SUD reprocessing: Balancing cost savings, patient safety
Although some have IC concerns, reprocessing saves money and cuts down on waste
After reading this article, you will be able to:
- Explain how reprocessing single-use devices can save you money
- Identify ways to train employees when implementing a reprocessing program
- Demonstrate ways to address those opposed to device reprocessing
At a time when hospitals are continually searching for ways to reduce costs while maintaining or even increasing their focus on patient safety and infection control (IC), reprocessing single-use devices (SUD) may be a viable option that is cost-effective and environmentally friendly.
The idea of reprocessing SUDs may seem inherently incorrect to some, but doing so with appropriate devices through an FDA-regulated third-party vendor can significantly reduce waste and save your facility thousands of dollars in purchasing costs while maintaining quality care.
Reprocessed SUDs range from low-risk devices such as blood pressure cuffs or compression sleeves to high-risk devices such as balloon angioplasty catheters or implanted infusion pumps. But because these devices are labeled for single use, some healthcare providers worry that the risk to patient safety is greater than the need to save money or reduce waste.
However, according to a 2008 report from the Government Accountability Office, FDA oversight on reprocessing SUDs has increased, and data, although limited, did not indicate an elevated health risk to patients. A survey conducted by the FDA in December 2001 to February 2002 found 24.2% of all U.S. hospitals reused SUDs. Now as many as 68% of the Practice Greenhealth “Partners for Change” award applicants have implemented SUD reprocessing, according to Janet Brown, director of facility engagement at Practice Greenhealth.
In a recent commentary published in Academic Medicine, lead author Martin A. Makary, MD, MPH, the Mark Ravitch Chair of Gastrointestinal Surgery and director at the Johns Hopkins Center for Green Health in Baltimore, argued that reprocessing is a green practice that is gaining traction in the healthcare community because of the cost savings and the reduced burden of waste on the environment.
“We have found it to be a common-sense strategy that uses detailed quality-control standards to recalibrate, clean, sterilize, and remanufacture medical equipment,” the authors wrote. “The result has been a significant waste reduction and cost savings. However, uptake of such green practices by hospitals has continued to be slow because of a misunderstanding of the process and concerns about patient safety.”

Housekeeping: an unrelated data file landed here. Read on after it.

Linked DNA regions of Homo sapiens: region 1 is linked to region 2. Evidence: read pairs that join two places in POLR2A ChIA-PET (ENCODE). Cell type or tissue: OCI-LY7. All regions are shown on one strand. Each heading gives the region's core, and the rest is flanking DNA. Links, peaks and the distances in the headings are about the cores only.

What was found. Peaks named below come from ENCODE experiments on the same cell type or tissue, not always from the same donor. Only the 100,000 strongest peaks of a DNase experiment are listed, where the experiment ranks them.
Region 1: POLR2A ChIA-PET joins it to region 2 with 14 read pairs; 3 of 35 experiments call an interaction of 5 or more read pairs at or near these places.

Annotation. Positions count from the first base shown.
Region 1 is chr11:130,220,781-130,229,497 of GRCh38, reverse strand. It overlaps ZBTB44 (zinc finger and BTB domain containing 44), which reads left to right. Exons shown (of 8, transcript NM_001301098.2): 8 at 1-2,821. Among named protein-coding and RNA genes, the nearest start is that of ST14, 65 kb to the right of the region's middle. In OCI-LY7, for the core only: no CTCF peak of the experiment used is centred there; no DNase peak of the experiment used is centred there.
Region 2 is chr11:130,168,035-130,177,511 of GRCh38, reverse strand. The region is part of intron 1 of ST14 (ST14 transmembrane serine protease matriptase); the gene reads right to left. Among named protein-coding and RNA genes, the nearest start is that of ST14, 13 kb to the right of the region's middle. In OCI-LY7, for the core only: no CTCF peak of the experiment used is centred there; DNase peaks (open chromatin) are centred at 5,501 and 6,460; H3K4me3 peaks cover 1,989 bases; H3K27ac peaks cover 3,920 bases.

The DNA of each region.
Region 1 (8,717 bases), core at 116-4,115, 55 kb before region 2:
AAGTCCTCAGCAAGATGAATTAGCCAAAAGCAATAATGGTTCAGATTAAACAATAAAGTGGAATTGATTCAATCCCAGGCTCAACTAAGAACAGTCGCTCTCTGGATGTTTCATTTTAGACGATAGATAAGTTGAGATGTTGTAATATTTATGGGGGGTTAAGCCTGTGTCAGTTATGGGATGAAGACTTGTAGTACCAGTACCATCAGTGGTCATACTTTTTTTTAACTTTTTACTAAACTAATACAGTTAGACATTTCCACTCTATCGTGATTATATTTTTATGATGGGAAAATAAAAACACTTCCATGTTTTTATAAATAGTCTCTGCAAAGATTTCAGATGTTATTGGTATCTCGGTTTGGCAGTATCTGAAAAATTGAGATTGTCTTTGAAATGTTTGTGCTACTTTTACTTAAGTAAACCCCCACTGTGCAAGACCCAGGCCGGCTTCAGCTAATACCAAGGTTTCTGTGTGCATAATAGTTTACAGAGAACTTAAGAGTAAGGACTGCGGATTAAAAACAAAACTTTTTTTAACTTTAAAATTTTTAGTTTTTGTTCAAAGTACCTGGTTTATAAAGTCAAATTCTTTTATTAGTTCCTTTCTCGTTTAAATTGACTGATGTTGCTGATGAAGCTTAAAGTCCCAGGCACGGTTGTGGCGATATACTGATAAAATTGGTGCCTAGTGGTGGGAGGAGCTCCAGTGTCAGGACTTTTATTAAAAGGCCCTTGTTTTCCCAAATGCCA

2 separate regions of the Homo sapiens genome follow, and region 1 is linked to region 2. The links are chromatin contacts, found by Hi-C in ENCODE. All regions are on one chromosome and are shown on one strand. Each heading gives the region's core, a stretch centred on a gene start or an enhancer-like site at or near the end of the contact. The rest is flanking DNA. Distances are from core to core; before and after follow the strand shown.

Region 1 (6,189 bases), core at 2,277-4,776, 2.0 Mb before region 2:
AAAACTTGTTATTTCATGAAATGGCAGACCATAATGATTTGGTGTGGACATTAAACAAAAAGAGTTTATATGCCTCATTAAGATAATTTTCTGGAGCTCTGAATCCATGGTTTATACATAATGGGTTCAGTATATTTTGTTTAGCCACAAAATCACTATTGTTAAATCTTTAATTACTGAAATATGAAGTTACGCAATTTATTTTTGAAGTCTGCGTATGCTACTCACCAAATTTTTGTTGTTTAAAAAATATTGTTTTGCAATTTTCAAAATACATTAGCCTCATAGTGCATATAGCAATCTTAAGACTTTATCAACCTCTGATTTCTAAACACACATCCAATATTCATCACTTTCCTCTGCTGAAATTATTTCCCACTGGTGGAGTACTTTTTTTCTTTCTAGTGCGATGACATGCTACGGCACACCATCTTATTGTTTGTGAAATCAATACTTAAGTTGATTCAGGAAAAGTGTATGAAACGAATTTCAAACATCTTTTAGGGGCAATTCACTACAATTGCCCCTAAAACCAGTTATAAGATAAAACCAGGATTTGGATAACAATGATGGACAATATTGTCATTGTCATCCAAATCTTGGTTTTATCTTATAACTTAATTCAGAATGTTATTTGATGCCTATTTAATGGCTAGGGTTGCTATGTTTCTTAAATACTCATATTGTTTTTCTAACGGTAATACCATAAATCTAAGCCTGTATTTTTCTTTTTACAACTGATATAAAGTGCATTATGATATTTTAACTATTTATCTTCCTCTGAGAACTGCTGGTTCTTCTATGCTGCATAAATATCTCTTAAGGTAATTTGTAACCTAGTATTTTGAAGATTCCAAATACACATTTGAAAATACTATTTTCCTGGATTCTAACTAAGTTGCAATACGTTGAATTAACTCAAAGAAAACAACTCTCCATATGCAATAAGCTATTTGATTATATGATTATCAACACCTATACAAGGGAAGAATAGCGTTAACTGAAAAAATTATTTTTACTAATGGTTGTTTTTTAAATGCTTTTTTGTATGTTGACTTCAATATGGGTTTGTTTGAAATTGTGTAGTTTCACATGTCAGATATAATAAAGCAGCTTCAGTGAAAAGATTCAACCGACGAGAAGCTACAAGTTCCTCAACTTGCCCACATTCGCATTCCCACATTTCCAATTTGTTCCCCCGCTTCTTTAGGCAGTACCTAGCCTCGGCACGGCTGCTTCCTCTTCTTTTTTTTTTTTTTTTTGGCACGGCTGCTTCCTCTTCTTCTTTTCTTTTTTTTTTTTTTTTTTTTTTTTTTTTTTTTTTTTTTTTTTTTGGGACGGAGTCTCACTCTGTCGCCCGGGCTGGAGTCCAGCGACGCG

What is reprocessing?
Essentially, reprocessing involves sterilizing equipment that has been used or opened so it can be safely and effectively used again. Reprocessed devices are typically given to third-party vendors rather than being handled in-house. These vendors are regulated by the FDA.
Each device is subject to premarket notification requirements set forth by the FDA. Manufacturers are required to submit 510(k)s to the FDA for that device to be approved for reprocessing.
Healthcare facilities can collect approved devices, send them to their third-party vendor, then buy the reprocessed devices back at nearly half the cost of purchasing new ones.
Reprocessed SUDs are divided into three groups: critical, semicritical, and noncritical. Healthcare facilities will often start small by simply reprocessing noncritical devices rather than focus on every device in their facility. “I don’t think I’ve met a hospital that is reprocessing everything the FDA says they can,” Brown says. “But I think they are working in that direction.”
Although you may face resistance from physicians or patient safety advocates initially, the best way to begin reprocessing SUDs is by starting with less-critical items, such as compression sleeves. This will net a cost savings and reduce waste within your facility while easing employees into the process and proving its effectiveness.
Michele De Meo, sterile processing manager at Memorial Hospital in York, PA, says her facility has reprocessed external compression sleeves for the past three years. Starting with low-risk devices also allows your facility to test out a vendor to ensure that you are satisfied with the quality and the relationship. “I believe that if a company has gone through the process required to get their 510(k) and the devices are deemed safe, and the company doesn’t have any quality issues that have been noted, I think for cost savings and for the environment it’s prudent for us to explore those options as long as the quality is the same as a new device,” De Meo says.
Even today there is much more willingness to reprocess SUDs than there was 15–20 years ago, she says. At that time, physicians and health experts were concerned with reprocessing even low-risk devices such as compression sleeves. However, as more data emerge regarding the safety of this process, the more hospitals open up to the idea, and the more common it becomes.
“So it’s been a slow evolution to gain acceptance even with using reprocessed sleeves, and I think the same will occur with other devices; it’s just a slow process,” De Meo says. “But yes, years ago getting a team on board just to do sleeves was nearly impossible.”